Featured Poem: Sudden Light by Dante Gabriel Rossetti

As much as we may berate them and bandy around unflattering stereotypes (it’s all done with affection, and who doesn’t love berets, baguettes and onions?), our French cousins have contributed a lot to our culture. You only need to peruse a list of expressions exported from français that are regularly used in the English language to realise this – á la mode (which, amusingly, when translated into English means ‘with ice cream’ – not something commonly associated with high fashion, given its indulgent – see: fattening – quality), pièce de resistance, bon appètit…even when referring to something rather mundane, not up to the usual highest of standards or otherwise just plain bad, the phrases still manage to convey a certain je ne sais quoi .

One particular concept transferred from French to English that has always fascinated and perplexed me in equal measure is that of dèjá vu. Meaning ‘already seen’, the term has been slightly extended in its incorporation into the English language to refer to the mysterious phenomenon of having distinctly felt that you have experienced something apparently new at some previous point in your life. I experience dèjá vu quite frequently, and would wonder if such occurrences meant I was special in some way, or otherwise a character in a sci-fi novel where said dèjá vu would unravel itself to reveal some unbelievable and superior alternative reality (a rather nice little fantasy for dull days). However, my experiences are so utterly banal that I’m fairly certain they do not warrant speculation about anything quite as exciting. Dèjá vu occurs when I am carrying out the most boring and simplistic of tasks, when I read or view a certain thing and overhear a specific conversation at the same time; that’s when I swear I’ve been here and done the same thing before. No interesting theories of recollection, the workings of memory or parallel worlds. Perhaps some evidence for a past life, or several, but given the sheer dreariness of the various situations, that would just leave me bitterly disappointed.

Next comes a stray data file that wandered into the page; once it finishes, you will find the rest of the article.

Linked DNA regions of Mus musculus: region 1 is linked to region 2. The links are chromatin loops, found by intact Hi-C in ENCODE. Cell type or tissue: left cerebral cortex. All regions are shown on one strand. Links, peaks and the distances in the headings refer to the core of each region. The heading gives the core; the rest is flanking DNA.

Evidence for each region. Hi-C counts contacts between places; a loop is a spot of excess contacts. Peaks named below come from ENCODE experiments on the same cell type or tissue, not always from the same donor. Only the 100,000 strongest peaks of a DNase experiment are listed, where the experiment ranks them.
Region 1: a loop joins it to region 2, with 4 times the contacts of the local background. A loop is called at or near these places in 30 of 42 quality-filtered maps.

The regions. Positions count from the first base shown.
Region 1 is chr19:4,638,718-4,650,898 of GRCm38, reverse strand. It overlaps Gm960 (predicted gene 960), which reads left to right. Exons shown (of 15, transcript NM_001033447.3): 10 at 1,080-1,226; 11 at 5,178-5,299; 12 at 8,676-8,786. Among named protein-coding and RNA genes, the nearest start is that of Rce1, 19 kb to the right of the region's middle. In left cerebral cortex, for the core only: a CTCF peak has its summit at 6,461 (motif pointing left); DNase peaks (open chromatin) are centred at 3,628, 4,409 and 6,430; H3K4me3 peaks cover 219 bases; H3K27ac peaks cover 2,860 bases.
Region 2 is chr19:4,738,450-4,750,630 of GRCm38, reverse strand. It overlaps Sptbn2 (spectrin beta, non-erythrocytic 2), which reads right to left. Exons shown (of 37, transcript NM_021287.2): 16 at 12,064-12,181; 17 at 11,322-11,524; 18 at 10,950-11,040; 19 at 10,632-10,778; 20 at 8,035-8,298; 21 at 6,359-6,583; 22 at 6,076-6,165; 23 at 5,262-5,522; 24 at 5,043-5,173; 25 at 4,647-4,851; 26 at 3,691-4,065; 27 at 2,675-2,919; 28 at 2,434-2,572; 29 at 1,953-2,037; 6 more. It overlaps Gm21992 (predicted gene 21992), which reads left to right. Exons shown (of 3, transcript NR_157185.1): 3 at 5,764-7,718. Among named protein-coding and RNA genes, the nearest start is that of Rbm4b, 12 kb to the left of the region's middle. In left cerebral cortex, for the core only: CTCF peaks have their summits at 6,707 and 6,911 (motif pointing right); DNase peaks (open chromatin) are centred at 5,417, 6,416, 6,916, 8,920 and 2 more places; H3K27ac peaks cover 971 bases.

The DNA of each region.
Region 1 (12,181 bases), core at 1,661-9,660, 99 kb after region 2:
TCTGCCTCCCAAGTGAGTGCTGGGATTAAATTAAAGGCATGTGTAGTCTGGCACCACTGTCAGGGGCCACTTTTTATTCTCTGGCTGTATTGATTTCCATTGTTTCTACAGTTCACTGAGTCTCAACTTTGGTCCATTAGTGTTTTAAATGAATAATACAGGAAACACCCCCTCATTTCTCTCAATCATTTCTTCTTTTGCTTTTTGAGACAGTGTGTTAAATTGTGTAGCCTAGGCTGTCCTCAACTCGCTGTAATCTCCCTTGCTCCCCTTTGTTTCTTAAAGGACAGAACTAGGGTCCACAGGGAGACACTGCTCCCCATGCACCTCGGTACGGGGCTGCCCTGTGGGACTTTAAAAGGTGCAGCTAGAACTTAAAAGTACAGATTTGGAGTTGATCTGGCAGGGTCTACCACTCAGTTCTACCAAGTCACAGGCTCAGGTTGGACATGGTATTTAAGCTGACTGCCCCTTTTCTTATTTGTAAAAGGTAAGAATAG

Providing a far more idealised view of the strange feeling of dèjá vu is Dante Gabriel Rossetti in this week’s featured poem, Sudden Light. As with his painting, much of Rossetti’s poetry was concerned with sensuality and there’s definitely a preoccupation with love in this poem; an earlier version, published in 1863 and featuring in Poems, 1870, contained a final stanza much more obviously focused on an intimate relationship than the one which replaces it in the 1881 edition, and is given here. The original final stanza was as follows: